At 6 months after aSAH, patients had abnormal brain MRI volumes relative to control subjects, and these volumetric abnormalities appeared to be functionally relevant.
kNN segmentation provided accurate probabilistic measurements of cerebral volume after aSAH. We specifically tuned kNN for segmentation of cerebral volumes in patients after aSAH. The automated segmentation was supplemented by manual segmentations of focal lesions (ie, infarcts, drain trajectories), coil artifacts, and incidental findings.
The focus of our study was to demonstrate feasibility and accuracy of cerebral volume measurements after aSAH as a proof of concept for application of this technique in this patient population. The volumetric results concern a group of patients with a relatively favorable outcome and a control group that mainly consisted of people treated for unruptured aneurysms. This selection might have underestimated the impact of an aSAH on the brain. Future studies can use this technique to unravel the exact contribution of the aSAH, secondary complications, treatment, and vascular risk factor profile on change in cerebral volume.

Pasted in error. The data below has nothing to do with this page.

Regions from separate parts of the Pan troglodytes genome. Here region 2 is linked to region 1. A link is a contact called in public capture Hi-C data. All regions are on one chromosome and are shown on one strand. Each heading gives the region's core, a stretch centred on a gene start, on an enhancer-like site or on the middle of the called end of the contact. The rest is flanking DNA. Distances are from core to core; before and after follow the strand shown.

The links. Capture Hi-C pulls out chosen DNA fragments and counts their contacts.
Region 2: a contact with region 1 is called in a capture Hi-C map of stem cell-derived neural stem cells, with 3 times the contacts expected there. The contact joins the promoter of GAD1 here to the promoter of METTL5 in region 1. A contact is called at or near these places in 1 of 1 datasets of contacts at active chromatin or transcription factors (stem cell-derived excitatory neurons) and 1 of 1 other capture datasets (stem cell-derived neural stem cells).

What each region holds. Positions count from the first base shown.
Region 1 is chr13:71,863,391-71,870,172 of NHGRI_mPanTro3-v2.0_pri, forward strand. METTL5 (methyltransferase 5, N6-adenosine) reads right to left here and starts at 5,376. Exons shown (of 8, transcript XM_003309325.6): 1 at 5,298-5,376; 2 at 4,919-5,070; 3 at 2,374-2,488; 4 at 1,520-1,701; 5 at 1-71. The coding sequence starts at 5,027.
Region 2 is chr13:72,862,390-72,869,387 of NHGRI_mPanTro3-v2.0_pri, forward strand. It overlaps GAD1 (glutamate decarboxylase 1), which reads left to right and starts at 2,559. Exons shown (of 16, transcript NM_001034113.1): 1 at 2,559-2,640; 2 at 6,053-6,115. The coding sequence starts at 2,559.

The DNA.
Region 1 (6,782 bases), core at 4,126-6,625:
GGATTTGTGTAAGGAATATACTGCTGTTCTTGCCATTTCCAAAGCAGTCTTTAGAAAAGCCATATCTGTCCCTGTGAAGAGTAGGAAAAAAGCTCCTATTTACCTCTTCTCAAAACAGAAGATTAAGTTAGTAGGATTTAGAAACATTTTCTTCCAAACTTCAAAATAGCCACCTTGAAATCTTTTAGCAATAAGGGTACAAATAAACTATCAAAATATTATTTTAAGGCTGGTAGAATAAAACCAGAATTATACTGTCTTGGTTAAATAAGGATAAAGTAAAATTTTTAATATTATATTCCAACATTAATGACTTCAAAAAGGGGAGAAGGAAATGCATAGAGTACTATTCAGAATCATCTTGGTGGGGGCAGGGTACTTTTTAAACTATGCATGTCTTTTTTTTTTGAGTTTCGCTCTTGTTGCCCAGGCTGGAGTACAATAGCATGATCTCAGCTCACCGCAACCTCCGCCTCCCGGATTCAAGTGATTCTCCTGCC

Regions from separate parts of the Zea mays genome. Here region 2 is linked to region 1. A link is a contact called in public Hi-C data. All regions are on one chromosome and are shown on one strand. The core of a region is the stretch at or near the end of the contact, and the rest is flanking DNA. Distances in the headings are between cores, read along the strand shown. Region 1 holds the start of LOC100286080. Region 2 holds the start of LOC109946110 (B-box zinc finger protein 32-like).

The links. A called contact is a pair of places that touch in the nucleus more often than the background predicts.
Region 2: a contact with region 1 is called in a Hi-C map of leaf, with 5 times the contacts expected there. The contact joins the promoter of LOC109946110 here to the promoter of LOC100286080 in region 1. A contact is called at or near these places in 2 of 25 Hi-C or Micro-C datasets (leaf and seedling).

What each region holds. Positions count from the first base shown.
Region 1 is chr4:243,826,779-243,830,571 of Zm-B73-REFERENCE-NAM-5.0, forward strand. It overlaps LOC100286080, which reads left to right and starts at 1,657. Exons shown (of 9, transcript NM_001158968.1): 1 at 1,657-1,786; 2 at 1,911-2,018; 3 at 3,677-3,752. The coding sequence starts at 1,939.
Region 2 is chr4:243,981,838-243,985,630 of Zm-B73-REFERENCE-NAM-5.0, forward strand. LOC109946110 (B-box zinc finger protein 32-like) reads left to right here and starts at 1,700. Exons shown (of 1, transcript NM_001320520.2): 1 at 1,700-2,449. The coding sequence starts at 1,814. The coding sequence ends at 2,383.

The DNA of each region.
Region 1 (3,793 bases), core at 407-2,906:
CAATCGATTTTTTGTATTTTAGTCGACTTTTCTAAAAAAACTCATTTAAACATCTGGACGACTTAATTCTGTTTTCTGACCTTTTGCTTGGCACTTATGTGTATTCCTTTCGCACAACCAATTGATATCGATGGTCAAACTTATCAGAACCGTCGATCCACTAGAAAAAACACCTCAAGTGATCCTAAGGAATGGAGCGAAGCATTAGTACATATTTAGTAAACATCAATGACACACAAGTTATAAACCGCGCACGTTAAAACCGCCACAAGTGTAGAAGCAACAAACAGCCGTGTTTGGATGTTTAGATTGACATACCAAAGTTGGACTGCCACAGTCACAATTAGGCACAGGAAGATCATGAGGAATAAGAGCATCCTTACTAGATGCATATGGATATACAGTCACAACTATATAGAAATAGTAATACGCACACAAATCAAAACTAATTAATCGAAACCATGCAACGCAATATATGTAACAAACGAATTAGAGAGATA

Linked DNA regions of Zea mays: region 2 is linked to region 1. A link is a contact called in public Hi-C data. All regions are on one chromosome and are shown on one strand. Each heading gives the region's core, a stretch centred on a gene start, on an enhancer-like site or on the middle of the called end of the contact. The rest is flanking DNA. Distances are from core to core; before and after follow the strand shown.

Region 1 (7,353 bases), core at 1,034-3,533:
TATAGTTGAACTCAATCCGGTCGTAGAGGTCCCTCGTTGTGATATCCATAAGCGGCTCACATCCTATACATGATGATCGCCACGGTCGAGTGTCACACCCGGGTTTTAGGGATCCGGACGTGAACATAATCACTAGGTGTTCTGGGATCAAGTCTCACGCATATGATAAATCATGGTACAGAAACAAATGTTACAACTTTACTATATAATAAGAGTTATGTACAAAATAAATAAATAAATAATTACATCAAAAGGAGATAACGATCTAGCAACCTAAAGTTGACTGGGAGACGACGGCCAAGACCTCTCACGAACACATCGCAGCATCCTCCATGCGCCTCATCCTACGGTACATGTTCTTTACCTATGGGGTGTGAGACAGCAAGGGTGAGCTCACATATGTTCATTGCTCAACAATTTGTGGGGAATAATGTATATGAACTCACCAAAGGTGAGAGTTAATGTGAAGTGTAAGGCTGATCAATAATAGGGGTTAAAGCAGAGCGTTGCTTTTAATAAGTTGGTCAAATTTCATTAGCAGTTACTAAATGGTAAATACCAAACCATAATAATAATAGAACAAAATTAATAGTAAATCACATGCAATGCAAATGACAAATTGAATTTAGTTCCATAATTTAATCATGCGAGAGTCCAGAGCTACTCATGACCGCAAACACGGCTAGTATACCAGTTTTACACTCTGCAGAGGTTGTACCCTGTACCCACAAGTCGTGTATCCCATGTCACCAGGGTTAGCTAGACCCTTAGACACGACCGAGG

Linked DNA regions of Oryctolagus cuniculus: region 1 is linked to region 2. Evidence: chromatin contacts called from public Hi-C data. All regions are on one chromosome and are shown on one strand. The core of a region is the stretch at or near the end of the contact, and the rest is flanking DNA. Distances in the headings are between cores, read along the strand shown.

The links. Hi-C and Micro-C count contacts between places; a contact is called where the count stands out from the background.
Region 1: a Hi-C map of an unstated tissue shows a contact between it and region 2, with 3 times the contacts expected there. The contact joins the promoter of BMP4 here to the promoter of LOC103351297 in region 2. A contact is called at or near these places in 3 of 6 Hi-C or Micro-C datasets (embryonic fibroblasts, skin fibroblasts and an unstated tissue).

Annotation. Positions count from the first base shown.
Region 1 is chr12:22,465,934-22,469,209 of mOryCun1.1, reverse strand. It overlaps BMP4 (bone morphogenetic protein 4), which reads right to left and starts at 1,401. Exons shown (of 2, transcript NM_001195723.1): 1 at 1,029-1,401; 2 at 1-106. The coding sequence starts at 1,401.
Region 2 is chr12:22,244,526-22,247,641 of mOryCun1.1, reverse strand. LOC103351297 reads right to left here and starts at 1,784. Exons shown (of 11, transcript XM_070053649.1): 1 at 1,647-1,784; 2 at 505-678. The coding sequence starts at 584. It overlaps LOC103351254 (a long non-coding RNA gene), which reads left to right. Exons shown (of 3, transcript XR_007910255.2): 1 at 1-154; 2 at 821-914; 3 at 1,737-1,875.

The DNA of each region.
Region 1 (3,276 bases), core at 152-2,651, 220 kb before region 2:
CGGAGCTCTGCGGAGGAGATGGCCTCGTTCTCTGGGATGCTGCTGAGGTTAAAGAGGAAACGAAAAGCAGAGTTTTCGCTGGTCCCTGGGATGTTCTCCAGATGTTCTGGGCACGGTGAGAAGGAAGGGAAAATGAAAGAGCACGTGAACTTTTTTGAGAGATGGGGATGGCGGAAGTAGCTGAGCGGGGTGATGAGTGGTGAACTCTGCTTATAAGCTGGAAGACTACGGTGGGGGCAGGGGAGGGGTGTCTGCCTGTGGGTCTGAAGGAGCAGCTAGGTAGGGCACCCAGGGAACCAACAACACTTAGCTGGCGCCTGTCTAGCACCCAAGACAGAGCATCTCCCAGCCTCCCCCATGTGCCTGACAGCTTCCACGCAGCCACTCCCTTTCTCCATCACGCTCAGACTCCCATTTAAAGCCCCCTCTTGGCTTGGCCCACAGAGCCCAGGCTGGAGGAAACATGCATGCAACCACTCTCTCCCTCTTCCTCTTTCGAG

Despite the fact that all patients in our sample regained functional independence and the modest sample size of our study, the subtle volumetric abnormalities that could be identified with kNN did correlate with functional outcome independent of infarct volume. Although this observation will have to be confirmed in larger studies, it is of importance for future studies that may wish to apply this volumetric technique in etiologic or intervention studies on functional and cognitive deficits after aSAH.
Sources of Funding
This study was supported by a high potential grant from Utrecht University.
The help of C. Jongen with the manual segmentations is gratefully acknowledged.
The online-only Data Supplement is available with this article at http://stroke.ahajournals.org/lookup/suppl/doi:10.1161/STROKEAHA.112.669184/-/DC1.
- Received June 26, 2012.
- Accepted July 3, 2012.
- © 2012 American Heart Association, Inc.
- Bendel P,
- Koivisto T,
- Aikia M,
- Niskanen E,
- Kononen M,
- Hanninen T,
- et al
- van Swieten JC,
- Koudstaal PJ,
- Visser MC,
- Schouten HJ,
- van Gijn J